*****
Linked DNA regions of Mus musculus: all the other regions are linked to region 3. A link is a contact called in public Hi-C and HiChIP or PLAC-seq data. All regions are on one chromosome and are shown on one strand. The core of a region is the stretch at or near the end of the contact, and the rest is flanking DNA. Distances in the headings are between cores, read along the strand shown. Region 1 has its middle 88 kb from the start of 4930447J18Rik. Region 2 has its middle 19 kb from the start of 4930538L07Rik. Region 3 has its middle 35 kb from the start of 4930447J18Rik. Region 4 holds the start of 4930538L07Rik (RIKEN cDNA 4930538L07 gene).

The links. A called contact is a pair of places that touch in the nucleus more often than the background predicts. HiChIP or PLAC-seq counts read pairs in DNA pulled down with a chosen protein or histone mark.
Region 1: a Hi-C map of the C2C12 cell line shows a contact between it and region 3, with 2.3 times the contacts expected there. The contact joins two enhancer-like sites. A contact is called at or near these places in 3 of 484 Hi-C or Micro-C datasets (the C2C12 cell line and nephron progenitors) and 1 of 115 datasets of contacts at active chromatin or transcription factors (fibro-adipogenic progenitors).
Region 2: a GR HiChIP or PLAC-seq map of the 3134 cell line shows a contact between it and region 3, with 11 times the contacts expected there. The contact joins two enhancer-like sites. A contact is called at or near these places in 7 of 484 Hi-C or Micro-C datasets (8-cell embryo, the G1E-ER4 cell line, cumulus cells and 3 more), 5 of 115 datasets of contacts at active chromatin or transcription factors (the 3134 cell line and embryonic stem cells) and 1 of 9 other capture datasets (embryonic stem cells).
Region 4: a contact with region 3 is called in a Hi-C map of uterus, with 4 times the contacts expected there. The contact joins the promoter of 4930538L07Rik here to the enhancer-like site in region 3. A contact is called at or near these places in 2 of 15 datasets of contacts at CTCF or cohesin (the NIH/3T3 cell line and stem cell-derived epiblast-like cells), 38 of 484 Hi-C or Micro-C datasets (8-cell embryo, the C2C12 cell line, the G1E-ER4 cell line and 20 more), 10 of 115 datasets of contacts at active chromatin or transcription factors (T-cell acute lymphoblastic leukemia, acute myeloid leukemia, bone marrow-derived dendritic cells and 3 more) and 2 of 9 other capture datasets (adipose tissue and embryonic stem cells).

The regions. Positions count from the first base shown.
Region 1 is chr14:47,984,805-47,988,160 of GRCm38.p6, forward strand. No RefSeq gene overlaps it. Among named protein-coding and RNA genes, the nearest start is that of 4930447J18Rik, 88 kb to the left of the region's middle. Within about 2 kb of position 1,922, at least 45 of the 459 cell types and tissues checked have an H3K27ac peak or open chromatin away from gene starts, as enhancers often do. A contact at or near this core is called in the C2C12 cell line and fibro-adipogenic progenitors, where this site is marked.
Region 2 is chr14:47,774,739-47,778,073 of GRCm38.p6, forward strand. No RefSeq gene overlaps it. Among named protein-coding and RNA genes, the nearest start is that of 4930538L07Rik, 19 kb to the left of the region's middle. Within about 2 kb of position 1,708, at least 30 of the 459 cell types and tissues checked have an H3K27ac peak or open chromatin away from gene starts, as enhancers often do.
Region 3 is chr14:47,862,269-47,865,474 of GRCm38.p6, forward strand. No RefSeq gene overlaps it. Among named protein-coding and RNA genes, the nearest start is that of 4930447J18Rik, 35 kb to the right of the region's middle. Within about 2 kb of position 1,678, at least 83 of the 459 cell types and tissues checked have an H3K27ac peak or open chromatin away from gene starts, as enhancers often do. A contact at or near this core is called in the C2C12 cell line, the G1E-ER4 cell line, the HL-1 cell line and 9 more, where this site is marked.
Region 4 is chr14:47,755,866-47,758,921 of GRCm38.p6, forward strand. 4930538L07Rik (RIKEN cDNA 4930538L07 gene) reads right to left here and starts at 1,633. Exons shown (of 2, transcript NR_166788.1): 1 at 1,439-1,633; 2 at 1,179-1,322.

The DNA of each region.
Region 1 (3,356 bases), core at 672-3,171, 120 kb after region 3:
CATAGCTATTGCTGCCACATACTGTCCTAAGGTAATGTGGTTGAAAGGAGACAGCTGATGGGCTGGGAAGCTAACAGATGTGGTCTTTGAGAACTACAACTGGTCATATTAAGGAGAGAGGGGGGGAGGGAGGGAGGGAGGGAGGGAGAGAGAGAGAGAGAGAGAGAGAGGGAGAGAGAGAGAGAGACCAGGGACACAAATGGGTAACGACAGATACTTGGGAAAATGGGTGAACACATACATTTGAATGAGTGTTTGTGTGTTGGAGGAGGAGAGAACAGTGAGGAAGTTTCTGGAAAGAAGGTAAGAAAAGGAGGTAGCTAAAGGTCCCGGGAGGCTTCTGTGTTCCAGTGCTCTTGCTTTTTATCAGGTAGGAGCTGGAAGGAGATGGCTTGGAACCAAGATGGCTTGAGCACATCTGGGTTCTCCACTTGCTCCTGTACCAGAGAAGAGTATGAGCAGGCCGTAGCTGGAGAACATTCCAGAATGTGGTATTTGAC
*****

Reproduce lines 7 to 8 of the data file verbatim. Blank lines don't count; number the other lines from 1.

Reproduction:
Region 1 is chr14:47,984,805-47,988,160 of GRCm38.p6, forward strand. No RefSeq gene overlaps it. Among named protein-coding and RNA genes, the nearest start is that of 4930447J18Rik, 88 kb to the left of the region's middle. Within about 2 kb of position 1,922, at least 45 of the 459 cell types and tissues checked have an H3K27ac peak or open chromatin away from gene starts, as enhancers often do. A contact at or near this core is called in the C2C12 cell line and fibro-adipogenic progenitors, where this site is marked.
Region 2 is chr14:47,774,739-47,778,073 of GRCm38.p6, forward strand. No RefSeq gene overlaps it. Among named protein-coding and RNA genes, the nearest start is that of 4930538L07Rik, 19 kb to the left of the region's middle. Within about 2 kb of position 1,708, at least 30 of the 459 cell types and tissues checked have an H3K27ac peak or open chromatin away from gene starts, as enhancers often do.